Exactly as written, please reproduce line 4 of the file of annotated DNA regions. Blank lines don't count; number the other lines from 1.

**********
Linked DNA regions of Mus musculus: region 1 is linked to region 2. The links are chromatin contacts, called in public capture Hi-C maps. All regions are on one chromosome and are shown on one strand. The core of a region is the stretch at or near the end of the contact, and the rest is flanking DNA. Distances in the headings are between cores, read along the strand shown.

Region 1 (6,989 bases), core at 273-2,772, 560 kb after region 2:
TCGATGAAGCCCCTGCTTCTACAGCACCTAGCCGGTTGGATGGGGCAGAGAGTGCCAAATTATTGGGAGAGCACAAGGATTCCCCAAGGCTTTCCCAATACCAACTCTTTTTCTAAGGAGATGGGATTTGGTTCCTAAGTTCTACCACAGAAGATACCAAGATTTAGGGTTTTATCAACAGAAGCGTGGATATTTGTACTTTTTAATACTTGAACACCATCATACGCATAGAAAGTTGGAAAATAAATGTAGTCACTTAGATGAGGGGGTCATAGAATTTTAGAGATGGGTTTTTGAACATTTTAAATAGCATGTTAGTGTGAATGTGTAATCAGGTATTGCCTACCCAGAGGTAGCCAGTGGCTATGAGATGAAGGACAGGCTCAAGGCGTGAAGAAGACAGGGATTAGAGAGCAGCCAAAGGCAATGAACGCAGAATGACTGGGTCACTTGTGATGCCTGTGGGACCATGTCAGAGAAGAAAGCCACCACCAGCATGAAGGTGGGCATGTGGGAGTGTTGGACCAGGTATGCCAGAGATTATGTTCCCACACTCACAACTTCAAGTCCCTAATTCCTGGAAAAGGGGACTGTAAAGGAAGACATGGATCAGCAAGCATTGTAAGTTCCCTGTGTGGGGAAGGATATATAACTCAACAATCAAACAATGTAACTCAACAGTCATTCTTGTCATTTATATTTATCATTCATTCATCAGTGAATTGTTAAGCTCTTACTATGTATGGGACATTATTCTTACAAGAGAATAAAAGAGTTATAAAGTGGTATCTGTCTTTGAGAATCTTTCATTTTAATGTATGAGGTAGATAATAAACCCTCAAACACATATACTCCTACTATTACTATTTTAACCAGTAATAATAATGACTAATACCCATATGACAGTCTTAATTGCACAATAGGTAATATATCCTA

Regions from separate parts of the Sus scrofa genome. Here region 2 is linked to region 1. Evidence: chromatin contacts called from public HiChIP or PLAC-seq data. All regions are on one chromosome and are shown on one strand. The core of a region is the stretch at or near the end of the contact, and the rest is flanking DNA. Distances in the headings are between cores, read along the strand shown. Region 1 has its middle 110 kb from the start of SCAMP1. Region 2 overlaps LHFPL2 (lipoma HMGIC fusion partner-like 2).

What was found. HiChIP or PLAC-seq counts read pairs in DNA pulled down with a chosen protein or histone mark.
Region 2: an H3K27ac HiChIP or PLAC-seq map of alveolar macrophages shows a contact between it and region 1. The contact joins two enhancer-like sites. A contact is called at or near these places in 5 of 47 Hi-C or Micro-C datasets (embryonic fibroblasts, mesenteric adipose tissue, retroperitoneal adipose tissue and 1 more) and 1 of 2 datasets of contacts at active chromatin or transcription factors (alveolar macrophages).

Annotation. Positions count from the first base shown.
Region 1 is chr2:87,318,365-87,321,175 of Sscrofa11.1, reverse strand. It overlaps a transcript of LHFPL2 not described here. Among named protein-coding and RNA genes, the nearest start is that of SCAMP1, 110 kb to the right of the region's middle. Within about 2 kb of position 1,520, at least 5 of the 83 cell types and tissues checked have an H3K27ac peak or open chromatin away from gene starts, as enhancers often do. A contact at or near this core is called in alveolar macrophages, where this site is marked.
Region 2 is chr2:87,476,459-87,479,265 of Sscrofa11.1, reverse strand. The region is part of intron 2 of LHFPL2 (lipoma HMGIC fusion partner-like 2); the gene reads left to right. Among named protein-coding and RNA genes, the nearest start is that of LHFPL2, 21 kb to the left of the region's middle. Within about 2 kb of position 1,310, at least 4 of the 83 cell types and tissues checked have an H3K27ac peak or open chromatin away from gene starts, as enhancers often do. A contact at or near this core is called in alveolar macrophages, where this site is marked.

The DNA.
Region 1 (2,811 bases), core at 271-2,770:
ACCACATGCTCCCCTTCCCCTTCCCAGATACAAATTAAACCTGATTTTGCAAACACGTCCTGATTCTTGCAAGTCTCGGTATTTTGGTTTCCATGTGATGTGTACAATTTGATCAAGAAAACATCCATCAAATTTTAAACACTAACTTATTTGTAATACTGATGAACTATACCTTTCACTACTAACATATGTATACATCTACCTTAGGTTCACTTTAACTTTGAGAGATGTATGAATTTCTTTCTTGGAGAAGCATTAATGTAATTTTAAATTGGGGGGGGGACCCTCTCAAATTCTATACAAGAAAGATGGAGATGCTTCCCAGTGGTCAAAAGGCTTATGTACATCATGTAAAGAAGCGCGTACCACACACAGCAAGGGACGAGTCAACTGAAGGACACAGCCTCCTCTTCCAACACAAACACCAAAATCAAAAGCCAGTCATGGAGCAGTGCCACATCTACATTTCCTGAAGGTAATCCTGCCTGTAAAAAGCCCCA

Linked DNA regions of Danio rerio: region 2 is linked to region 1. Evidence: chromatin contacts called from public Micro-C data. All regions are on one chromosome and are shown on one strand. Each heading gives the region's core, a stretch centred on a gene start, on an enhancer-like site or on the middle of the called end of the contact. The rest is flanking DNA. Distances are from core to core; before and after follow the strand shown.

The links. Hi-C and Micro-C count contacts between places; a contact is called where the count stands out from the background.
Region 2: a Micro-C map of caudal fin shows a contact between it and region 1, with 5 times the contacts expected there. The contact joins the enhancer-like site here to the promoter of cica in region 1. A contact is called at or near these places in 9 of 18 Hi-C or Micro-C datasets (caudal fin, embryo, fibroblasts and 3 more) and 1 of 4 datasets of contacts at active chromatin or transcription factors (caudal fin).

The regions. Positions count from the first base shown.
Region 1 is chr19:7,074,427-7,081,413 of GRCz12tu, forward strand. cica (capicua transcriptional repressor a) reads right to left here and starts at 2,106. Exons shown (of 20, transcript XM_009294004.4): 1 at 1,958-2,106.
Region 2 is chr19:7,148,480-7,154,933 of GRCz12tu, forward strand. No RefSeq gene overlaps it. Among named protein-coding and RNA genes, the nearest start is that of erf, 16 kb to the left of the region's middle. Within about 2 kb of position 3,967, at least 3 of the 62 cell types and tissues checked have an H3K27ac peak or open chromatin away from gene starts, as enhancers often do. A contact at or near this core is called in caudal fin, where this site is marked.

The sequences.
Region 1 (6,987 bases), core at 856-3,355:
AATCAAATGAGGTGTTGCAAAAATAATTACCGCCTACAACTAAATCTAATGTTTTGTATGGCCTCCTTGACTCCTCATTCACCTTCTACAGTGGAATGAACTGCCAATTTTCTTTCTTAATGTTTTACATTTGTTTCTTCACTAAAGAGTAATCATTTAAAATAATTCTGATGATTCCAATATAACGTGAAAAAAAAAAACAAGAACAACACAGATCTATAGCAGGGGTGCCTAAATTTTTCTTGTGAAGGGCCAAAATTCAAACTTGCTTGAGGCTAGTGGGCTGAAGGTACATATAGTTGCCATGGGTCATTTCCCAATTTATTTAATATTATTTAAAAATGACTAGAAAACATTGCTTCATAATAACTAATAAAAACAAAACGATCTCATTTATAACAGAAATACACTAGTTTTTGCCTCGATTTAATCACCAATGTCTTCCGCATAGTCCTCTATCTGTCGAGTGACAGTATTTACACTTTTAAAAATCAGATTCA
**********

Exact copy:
Regions from separate parts of the Sus scrofa genome. Here region 2 is linked to region 1. Evidence: chromatin contacts called from public HiChIP or PLAC-seq data. All regions are on one chromosome and are shown on one strand. The core of a region is the stretch at or near the end of the contact, and the rest is flanking DNA. Distances in the headings are between cores, read along the strand shown. Region 1 has its middle 110 kb from the start of SCAMP1. Region 2 overlaps LHFPL2 (lipoma HMGIC fusion partner-like 2).